Ginn and Company, 1970. Presumed First Edition, First printing. Wraps. Format is approximately 10.5 inches by 7.75 inches. 24 pages. Color illustrations on covers. Illustrations (some in color). Map. Musical Score. Questions. For Further Reading. This is one of the Ginn Studies in Canadian History. The section titles are: Hot Stuff, The recruit, The colorful cloathing, Day by day, Punishment, The weapons of war, On His Majesty's Service, and Hot Stuff indeed!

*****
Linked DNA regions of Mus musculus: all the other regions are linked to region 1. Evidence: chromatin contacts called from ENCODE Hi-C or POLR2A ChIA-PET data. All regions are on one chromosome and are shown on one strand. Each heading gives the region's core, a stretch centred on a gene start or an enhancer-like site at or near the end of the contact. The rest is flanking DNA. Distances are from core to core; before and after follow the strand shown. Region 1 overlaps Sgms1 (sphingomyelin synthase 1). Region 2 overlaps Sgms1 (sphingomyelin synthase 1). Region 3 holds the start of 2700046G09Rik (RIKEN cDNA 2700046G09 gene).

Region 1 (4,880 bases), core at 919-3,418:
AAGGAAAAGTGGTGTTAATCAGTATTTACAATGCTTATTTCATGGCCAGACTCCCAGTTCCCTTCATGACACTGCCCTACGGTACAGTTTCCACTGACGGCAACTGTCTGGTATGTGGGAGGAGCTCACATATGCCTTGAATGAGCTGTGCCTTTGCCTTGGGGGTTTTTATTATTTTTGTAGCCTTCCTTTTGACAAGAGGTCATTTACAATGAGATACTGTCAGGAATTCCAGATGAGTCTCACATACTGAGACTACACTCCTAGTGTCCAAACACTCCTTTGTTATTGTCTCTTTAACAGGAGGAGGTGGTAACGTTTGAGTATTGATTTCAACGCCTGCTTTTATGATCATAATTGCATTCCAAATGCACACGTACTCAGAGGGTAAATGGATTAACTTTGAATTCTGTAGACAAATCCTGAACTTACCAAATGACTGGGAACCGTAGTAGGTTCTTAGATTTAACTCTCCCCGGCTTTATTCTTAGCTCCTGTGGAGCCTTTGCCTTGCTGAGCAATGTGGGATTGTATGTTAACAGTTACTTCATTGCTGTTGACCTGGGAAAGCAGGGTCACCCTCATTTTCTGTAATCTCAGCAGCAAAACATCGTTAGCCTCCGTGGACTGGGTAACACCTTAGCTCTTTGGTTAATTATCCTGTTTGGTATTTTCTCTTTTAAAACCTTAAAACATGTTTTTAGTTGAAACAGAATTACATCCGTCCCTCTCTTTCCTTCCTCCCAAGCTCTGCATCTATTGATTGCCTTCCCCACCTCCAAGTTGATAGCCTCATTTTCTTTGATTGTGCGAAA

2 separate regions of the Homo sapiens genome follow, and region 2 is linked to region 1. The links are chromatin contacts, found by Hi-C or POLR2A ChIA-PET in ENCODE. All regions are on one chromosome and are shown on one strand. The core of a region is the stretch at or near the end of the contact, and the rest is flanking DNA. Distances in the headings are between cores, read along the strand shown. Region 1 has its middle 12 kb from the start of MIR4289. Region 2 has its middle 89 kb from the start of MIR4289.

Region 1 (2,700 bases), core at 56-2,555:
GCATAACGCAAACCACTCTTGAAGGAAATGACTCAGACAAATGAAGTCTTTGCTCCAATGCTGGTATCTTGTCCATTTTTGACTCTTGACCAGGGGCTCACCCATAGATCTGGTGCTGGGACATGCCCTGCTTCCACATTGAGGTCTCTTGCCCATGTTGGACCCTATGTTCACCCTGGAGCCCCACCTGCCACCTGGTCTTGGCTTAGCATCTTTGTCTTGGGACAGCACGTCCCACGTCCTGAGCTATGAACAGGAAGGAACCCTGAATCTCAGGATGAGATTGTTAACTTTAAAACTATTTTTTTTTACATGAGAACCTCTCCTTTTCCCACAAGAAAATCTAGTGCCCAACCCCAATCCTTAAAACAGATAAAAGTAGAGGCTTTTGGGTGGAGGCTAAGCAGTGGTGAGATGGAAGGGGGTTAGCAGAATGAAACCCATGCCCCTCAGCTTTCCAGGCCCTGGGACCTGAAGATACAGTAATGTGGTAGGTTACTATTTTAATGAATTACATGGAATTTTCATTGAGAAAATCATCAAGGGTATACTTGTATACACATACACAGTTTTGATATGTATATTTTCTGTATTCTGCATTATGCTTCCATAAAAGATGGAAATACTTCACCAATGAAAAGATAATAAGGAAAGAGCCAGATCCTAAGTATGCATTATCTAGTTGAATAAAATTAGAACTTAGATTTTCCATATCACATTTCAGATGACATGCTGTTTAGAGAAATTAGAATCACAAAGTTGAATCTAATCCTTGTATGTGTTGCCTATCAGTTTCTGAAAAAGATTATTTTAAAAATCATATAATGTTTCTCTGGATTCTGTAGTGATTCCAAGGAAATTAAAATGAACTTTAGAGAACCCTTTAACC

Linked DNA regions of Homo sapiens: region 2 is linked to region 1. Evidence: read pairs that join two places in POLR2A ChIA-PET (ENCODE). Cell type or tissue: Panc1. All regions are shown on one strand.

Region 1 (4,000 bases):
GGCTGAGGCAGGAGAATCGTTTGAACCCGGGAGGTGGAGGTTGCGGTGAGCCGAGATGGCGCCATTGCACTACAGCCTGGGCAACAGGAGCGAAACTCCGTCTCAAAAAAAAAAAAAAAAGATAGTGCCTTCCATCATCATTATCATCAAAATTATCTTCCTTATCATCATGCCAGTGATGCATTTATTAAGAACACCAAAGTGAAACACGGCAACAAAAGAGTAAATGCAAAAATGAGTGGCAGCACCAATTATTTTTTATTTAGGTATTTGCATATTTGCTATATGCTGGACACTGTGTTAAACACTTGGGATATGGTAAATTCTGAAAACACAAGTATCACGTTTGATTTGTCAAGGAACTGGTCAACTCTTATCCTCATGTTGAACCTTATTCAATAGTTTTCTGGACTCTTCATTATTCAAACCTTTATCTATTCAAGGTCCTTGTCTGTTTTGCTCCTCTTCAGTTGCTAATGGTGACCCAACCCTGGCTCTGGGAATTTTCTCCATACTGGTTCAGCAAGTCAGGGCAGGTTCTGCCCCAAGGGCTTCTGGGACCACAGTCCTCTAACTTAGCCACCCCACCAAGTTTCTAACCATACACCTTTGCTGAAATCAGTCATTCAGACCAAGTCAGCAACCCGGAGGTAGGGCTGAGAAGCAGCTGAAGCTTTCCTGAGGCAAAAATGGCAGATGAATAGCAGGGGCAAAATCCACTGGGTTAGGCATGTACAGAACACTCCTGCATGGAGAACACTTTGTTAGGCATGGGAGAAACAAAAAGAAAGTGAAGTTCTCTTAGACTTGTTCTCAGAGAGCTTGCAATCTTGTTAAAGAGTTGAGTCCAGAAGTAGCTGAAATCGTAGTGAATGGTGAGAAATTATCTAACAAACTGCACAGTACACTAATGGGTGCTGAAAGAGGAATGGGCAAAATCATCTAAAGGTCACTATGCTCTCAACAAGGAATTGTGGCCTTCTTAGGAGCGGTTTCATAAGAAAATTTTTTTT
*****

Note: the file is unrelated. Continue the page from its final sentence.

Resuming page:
Washington DC: United States Government Printing Office, 1930. Presumed First Edition, First printing. Wraps. xxv, 235,  pages. Footnotes. Pencil marks noted. Part of margin on pages xiii/xiv missing but text complete. Cover, had been taped to the spine but is currently separated but present. Cover worn, has notations on it. Consider an as is copy. Main work is worn but intact. J. Reuben Clark was the Undersecretary of State. Joshua Reuben Clark Jr. (September 1, 1871 – October 6, 1961) was an American attorney, civil servant, and a prominent leader in The Church of Jesus Christ of Latter-day Saints (LDS Church). Born in Grantsville, Utah Territory, Clark was a prominent attorney in the Department of State, and Undersecretary of State for U.S. President Calvin Coolidge. In 1930, Clark was appointed United States Ambassador to Mexico. Clark received a bachelor's degree from the University of Utah, where he was valedictorian and student-body president. Clark received a law degree from Columbia University, where he also became a member of Phi Delta Phi, a prominent international legal fraternity in which he remained active throughout his life. Clark later became an associate professor at George Washington University. In 1928, as Undersecretary of State to Secretary of State Frank Kellogg in the Coolidge administration, Clark wrote the "Clark Memorandum on the Monroe Doctrine", which repudiated the idea that the United States could arbitrarily use military force in Latin America. The Memorandum was a treatise exploring every nuance of the US's philosophy of hemispherical guardianship. It was published as an official State Department document and partially reprinted in textbooks for years.